Three Heathcote women reflect on their lifetime as carers for their loved ones

Cheryl Connally is a carer for her paraplegic husband, Marisa Dallalana cared for her sick mother for 40 years, and Lorraine Mulvihill cares for her non-verbal daughter with autism. Picture: ADAM HOLMES
Cheryl Connally is a carer for her paraplegic husband, Marisa Dallalana cared for her sick mother for 40 years, and Lorraine Mulvihill cares for her non-verbal daughter with autism. Picture: ADAM HOLMES

MARISA Dallalana made a promise to her sick mother: she would never allow her to end up in a nursing home.

It’s a promise she kept for more than 40 years.

Mrs Dallalana’s mother passed away at the age of 98 in the Heathcote home they shared together.

“I never considered putting her in a home because I knew that she didn’t want to go. She made me promise that I wouldn’t put her there,” she said.

“When she died I said to myself, ‘There you go mum, I kept my promise’.”

To fulfill this commitment to her beloved mother, Mrs Dallalana became her carer for those full 40 years.

In the beginning, she would travel from Heathcote to Carlton regularly to care for her mother who suffered heart failure, kidney failure, and could not walk.

She decided to bring her to Heathcote in 2005 where they could live together in Mrs Dallalana’s home.

Apart from a weekly visit from a Heathcote Health nurse to aid in showering, she was effectively on her own to care for her mother.

Cold nights provided some of the toughest times.

“You know how you get really, really cold at night? She was screaming every night, ‘Marisa, Marisa’. At three o’clock in the morning,” Mrs Dallalana said.

“I knew what was coming.

“I had to change her bed because she was wetting it. Then I went back to bed and I couldn’t sleep.

“After you are interrupted like that, you can’t sleep.”

It placed a strain on her relationship with her husband who refused to eat with Mrs Dallalana’s mother.

She would make separate meals for them both.

Her social life also suffered.

“Being a carer you don’t get much time for a social life – that’s what was missing for me,” Mrs Dallalana said.

“I got very depressed.”

But even as her mother approached the end of her life, Mrs Dallalana never stopped feeling that sense of love and acknowledgement.

She knew her mother was eternally grateful for the devotion of her daughter.

“Being a carer is not easy, but it’s worthwhile because you do the proper job and you’re happy with the way you do it,” Mrs Dallalana said.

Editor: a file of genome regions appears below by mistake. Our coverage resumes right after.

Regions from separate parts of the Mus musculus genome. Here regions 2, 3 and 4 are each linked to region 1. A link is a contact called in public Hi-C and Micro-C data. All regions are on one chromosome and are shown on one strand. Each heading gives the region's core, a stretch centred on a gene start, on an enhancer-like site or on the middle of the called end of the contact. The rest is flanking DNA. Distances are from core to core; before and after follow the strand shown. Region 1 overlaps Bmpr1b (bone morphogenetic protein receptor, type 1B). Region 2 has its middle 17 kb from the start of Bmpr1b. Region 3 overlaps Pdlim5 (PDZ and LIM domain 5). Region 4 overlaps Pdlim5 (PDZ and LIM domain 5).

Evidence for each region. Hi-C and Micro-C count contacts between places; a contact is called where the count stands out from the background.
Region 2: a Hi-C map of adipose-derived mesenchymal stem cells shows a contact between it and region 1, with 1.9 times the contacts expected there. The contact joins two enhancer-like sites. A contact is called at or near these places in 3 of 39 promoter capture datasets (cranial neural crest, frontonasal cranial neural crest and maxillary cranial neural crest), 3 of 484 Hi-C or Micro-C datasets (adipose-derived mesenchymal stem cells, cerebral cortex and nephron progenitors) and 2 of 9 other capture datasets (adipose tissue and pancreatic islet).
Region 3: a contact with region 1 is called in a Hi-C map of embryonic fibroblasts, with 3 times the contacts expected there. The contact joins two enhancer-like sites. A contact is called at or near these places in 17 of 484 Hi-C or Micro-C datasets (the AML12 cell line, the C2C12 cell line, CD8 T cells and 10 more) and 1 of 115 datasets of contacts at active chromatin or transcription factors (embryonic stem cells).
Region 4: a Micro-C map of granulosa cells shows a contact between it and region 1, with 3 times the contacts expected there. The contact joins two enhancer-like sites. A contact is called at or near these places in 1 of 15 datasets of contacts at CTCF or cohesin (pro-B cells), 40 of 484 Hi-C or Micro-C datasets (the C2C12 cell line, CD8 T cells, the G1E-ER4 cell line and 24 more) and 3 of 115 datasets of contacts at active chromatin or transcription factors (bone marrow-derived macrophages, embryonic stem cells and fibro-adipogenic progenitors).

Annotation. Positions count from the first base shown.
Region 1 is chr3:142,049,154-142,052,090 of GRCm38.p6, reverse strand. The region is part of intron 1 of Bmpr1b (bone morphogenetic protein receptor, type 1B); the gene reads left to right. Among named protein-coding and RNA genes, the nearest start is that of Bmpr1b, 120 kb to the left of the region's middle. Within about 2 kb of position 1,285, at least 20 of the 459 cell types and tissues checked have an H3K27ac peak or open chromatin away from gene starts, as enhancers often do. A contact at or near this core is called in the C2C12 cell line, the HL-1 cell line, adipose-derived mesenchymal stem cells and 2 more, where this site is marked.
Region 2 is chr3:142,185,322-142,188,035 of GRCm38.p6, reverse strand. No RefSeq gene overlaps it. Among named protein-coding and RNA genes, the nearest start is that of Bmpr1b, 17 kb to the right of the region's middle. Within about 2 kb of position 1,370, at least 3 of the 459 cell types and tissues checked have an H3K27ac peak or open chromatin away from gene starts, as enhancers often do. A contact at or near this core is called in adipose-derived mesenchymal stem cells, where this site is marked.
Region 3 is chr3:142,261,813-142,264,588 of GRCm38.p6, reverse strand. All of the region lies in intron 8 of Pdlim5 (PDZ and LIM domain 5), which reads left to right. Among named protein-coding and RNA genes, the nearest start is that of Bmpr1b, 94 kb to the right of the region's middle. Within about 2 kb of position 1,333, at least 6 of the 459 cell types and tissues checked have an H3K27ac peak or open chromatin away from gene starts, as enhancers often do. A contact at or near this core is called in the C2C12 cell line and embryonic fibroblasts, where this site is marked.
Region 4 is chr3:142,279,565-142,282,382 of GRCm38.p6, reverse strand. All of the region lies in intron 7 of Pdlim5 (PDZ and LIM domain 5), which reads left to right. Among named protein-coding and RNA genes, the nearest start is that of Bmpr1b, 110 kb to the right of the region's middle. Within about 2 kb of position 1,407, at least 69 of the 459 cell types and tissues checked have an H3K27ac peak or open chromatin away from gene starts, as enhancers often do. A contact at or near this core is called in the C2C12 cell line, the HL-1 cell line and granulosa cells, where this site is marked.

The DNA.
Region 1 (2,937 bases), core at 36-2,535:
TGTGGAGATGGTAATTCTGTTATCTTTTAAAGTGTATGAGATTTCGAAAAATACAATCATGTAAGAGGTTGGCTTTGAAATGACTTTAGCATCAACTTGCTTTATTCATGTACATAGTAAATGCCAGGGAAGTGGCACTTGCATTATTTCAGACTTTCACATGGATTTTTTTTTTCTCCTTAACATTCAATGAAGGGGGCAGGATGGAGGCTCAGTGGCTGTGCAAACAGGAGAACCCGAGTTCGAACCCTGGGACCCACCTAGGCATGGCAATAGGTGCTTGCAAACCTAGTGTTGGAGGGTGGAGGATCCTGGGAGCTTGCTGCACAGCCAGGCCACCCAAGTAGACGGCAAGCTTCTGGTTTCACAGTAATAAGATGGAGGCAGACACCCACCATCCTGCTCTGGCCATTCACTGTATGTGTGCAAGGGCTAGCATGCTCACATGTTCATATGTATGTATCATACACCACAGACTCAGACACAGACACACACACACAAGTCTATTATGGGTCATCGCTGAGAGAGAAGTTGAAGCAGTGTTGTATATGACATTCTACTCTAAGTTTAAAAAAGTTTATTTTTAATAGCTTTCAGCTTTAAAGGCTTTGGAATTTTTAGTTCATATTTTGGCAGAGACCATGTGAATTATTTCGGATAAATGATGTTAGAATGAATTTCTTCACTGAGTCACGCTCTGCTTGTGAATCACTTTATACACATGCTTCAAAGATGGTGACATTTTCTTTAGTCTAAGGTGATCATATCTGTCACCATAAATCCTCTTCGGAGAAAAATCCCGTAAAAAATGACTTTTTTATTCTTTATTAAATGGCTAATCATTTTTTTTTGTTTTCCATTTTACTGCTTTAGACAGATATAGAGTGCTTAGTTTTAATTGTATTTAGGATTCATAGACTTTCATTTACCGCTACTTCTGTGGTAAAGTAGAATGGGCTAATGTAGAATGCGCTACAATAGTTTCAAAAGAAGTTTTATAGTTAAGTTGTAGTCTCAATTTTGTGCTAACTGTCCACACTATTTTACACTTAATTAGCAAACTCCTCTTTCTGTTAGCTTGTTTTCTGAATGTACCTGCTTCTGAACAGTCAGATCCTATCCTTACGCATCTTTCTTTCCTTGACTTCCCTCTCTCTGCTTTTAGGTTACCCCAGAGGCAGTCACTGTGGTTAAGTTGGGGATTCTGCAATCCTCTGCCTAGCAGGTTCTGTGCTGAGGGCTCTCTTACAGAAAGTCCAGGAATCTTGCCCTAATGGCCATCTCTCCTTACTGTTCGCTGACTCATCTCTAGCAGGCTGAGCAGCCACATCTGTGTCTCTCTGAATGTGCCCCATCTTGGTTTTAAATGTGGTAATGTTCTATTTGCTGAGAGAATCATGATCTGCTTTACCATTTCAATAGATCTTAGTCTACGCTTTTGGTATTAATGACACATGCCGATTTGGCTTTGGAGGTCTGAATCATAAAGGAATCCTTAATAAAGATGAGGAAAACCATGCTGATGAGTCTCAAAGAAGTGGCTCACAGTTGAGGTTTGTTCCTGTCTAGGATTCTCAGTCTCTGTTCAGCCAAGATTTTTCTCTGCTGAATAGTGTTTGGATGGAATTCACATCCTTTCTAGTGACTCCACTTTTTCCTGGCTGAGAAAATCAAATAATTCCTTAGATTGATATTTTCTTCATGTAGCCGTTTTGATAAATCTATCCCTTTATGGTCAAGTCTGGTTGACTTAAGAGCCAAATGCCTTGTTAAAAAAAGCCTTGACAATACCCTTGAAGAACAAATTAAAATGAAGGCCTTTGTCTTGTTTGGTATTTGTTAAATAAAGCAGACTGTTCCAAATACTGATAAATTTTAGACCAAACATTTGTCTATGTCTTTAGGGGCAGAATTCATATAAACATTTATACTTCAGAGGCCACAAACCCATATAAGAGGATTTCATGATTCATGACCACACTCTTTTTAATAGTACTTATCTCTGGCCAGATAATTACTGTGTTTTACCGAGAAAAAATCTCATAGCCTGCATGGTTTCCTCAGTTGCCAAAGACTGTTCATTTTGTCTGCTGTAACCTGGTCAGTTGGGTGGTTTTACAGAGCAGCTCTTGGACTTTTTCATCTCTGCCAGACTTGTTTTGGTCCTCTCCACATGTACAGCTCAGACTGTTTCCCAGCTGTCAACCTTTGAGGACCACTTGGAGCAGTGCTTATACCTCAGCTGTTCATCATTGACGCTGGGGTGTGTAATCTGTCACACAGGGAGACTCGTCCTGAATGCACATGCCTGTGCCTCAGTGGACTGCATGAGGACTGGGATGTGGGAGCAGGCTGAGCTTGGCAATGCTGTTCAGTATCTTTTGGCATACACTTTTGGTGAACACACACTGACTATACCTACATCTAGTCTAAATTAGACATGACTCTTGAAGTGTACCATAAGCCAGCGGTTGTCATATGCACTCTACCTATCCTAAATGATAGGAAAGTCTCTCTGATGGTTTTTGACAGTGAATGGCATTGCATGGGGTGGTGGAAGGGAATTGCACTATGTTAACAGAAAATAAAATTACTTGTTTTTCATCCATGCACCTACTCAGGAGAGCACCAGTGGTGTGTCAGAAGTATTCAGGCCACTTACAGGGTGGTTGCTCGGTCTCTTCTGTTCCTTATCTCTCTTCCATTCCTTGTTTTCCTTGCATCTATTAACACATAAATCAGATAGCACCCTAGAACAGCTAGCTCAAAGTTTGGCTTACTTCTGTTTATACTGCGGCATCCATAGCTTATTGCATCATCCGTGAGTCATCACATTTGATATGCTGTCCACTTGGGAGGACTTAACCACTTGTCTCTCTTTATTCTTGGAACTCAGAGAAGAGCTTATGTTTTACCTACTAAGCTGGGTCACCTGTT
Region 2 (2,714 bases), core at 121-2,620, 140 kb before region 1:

“And they love you for it.”

Her mother passed away recently, but her role as a carer immediately started again when her husband was seriously injured in a car accident. A large piece of metal severed part of his throat and he has limited mobility.

He cannot drive.

“Now I’m caring for him,” Mrs Dallalana said.

“I take him everywhere, I have to – to doctor’s appointments, shopping, the lot.”

It does not faze her – she knows what she has to do.

She told her story to the Bendigo Advertiser as part of National Carer’s Week, which had its Victorian launch in Heathcote on Monday.

Close to two decades as carer for paraplegic husband

Fellow Heathcote resident Cheryl Connally has been the full-time carer for her husband since 1999, when he became a paraplegic in a car accident.

Like for many carers, her role was thrust upon her without any notice.

“We’ve been married 47 years. I don’t see it as an obligation, I do it anyway,” she said.

“It depends on the sort of person you are, but you’ve just got to face the world.

“Life can be a lot worse, you’ve only got to look around and see how many people are worse off than you.”

She had a feeling of isolation to begin with – until she found out about the support that exists for carers.

“I didn’t think there was much support, but then I didn’t know because I was just so busy being a carer at the start,” Mrs Connally said.

She has since joined the local carer’s group, and recently attended a conference in Adelaide to learn about other ways in which carers can be supported.

The TAC has provided her husband with a high level of support.

Yet they still face regular challenges.

“The paraplegia is just the first thing that goes wrong,” Mrs Connally said.

“There’s all the other health problems that come as a result of that. We’re both ageing, in our 70s, so it gets a bit harder as you get older.”

‘There’s a lot of love at our house for Angela’

Lorraine Mulvihill, also of Heathcote, cares for her 40-year-old daughter Angela for three nights every third weekend.

Angela has autism and slight cerebral palsy, and is non-verbal, relying on Makaton sign language. She lives in a community residential unit in Kyneton with five other women.

Mrs Mulvihill is responsible for her medical care, and describes herself as her daughter’s “administrator”.

She said the family always looks forward to having Angela come to visit.

“She loves to be home. She loves to be with me,” Mrs Mulvihill said.

“There’s no one like a mother’ s love and care. Angie loves her siblings, and they love her. There’s a lot of love at our house for Angela.”

Even having to put Angela to bed seven times a night does not frustrate Mrs Mulvihill.

“Her main thing is she loves to go to the bakery,” she said.

“She’ll put the light on and come up to the bed and tap me, and so this sign, and I’ll say ‘yes Angie’ and put her back to bed.

“An hour later she’s up again with the light on.”

Seeing her daughter’s smile – and unique laugh – makes it all worthwhile for Mrs Mulvihill.

For the three women – Mrs Dallalana, Mrs Connally and Mrs Mulvihill – National Carers Week allowed them to tell their stories, and to receive the recognition they deserve.


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